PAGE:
Before you jump to getting a new hard drive for your system, you first need to know whether it is compatible.
Although a SATA port is all that is needed to connect the HDD to a system, the hard disk’s physical size also needs to be taken into consideration, especially if you are getting one for your laptop.
As for the desktop, you first need to check the PC case specification for the total number of drive bays available and the number of free SATA ports to connect the HDD.
So, let’s further discuss about hard drive compatibility, starting with its size.
Check Size Compatibility
Hard disk drives mainly come in two different form factors—2.5” and 3.5”. Below we have discussed its size compatibility on PC and Laptops.
If you are on a desktop, size is usually not a concern. Most CPU case has a separate drive bay for your storage devices. This drive bay can easily store multiple 3.5” hard drives.
But the drive bay is only designed to fit 3.5” hard drives. However, you can also store a 2.5” hard drive using a 3.5” retention bracket. The 2.5” HDD stays on the retention bracket, and the bracket sits on the 3.5” drive bay on the CPU case.
Some motherboards may have the drive bay hidden on the base of the CPU case, especially ATX cases. If you cannot find the drive bay, you can check its user manual to see where HDDs fit on the PC case.
Hard disk placement might also be an issue if you are on a mini-ITX desktop setup. In such cases, the hard drive may not fit in your PC.
In the case of a laptop, whether a hard disk is compatible with your device entirely depends on the disk’s physical size.
Most laptops only support 2.5” hard drives, so you cannot connect 3.5” hard drives. And if you have an ultra-thin/ultra-portable laptop, it might not support a 2.5” hard drive. In such cases, you will need an M.2 Solid State Drive.
Furthermore, all 2.5” HDDs do not have the same thickness. Most commonly used HDD for laptops have a size of 9mm or 7mm. Most laptops use HDD with a thickness of 9mm. A thickness of 5mm is usually designed for ultra-book.
The only situation where you can insert an HDD into a laptop is if your laptop has a spare HDD slot, which is rarely the case if you are using newer laptops. However, if you are replacing your existing HDD, you can use another HDD without worrying about any compatibility issues.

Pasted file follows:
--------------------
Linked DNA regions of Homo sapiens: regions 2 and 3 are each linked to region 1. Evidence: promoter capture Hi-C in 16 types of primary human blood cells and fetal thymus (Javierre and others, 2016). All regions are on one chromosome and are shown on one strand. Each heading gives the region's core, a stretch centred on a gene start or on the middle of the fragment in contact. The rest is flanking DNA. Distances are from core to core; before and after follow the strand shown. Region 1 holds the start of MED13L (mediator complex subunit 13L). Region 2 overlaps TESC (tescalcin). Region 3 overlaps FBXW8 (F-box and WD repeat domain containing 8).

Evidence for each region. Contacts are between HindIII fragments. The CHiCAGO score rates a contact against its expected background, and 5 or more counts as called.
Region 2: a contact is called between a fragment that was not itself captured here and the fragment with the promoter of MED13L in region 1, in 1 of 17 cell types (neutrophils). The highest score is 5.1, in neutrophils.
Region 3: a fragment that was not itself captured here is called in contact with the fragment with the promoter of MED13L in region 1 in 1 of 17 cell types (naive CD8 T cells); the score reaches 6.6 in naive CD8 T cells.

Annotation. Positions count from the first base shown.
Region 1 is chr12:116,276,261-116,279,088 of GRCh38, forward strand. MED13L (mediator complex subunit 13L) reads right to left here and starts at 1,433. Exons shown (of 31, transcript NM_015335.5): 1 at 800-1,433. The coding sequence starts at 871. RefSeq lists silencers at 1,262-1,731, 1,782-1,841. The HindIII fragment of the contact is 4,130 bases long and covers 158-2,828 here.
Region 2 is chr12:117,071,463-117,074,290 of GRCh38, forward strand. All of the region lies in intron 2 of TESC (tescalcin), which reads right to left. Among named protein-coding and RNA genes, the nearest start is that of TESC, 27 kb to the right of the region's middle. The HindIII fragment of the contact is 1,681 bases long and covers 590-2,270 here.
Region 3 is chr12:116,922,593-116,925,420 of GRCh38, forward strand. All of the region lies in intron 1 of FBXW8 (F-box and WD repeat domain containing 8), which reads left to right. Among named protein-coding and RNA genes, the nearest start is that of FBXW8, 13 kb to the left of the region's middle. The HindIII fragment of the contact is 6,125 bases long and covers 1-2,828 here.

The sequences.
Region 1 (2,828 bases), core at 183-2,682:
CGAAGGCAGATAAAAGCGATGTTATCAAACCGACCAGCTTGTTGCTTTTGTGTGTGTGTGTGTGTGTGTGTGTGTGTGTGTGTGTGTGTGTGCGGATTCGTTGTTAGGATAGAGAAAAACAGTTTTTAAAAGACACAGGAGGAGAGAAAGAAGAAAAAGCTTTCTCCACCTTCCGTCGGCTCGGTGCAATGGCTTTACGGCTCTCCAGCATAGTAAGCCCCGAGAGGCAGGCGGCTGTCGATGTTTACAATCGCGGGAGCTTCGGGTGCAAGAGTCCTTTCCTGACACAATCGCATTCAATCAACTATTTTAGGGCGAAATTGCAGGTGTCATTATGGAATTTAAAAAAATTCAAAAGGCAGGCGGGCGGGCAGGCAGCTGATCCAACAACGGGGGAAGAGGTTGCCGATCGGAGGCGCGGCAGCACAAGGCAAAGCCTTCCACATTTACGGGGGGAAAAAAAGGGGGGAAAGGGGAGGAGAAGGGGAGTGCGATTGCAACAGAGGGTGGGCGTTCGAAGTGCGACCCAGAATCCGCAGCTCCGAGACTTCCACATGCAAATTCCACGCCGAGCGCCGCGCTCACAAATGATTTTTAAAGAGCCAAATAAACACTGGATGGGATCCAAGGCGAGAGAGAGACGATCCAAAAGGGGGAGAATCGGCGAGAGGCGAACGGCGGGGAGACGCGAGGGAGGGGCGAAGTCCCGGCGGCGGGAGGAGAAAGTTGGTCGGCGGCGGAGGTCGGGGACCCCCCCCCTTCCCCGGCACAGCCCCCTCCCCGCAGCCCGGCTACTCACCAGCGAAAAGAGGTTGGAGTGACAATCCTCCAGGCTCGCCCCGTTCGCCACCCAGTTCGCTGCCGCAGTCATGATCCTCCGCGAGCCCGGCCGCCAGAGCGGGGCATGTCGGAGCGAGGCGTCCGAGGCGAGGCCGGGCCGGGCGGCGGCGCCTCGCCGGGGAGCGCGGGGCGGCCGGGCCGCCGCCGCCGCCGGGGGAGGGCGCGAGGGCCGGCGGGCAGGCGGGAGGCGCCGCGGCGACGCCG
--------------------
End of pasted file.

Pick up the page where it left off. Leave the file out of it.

If you do not know whether the laptop has a dedicated slot, you either need to contact the laptop manufacturer’s customer support or open the laptop.
- Turn off the laptop
- Remove the laptop’s back panel by removing all the screws holding it.
- Take a Pry tool or any plastic material with a flat surface and insert it between the laptop and the back panel.
- Turn the pry tool at an angle. You should hear the back panel unclip.
- Repeat this all around the laptop.
- Gently take the back plate out of the laptop.
- Here, check if the laptop has any compartments as shown in the figure.
- If it does, you can insert a 2.5” HDD into this compartment.
- Reassemble the laptop
Another case where you can insert an HDD into the laptop is if the laptop has a CD/DVD drive. You can remove this drive and replace it with a 2.5” HDD. However, this will require a separate caddy to hold the HDD.
Check Interface Compatibility
SATA hard drives connect using SATA data and a SATA power cable. The SATA data port transfers data, and the SATA power cable supplies power to the HDD.
To connect an HDD to a motherboard, the motherboard needs to have a spare SATA port. Most motherboards have 2 to 6 SATA ports or even more. So, you can easily connect the motherboard and the HDD using a SATA data cable.
Motherboard companies include a few SATA cables in the box. If you do not have this cable, you need to get one from a local electronic shop.
If you do not have an extra SATA port available, you can use a PCIe-to-SATA card to connect the HDD to the motherboard.
Another cable you require is the SATA power or a Molex cable. Depending on your HDD, you will need to use either one of these.
If HDD has a SATA power port, you need to connect the PSU to the HDD using SATA power cable. You will find both Molex or SATA power cable included with the PSU.
To inspect the interface compatibility, we recommend that you check,
- The motherboard specification list for SATA I, II, or III ports. All three ports support backward compatibility but differ in speed.
- The PSU specification list for SATA or Molex Connectors.
If both devices are new, you do not need to worry about compatibility issues and can easily connect SATA hard drives to the motherboard.
Similar to HDD size compatibility issues in a mini desktop setup, the number of SATA ports on smaller motherboards may be limited. So, make sure that you have free SATA ports to connect the hard drive.
If your laptop has a 2.5” slot for your storage device, you do not need to worry about interface compatibility issues. This slot will have a dedicated SATA data and SATA power port. You can simply slide the HDD into this slot.
If you are looking to replace a DVD drive with an HDD, you will need a hard drive caddy. This is an HDD/SSD compartment that is in the shape of the DVD drive of your laptop and sits on the DVD drive.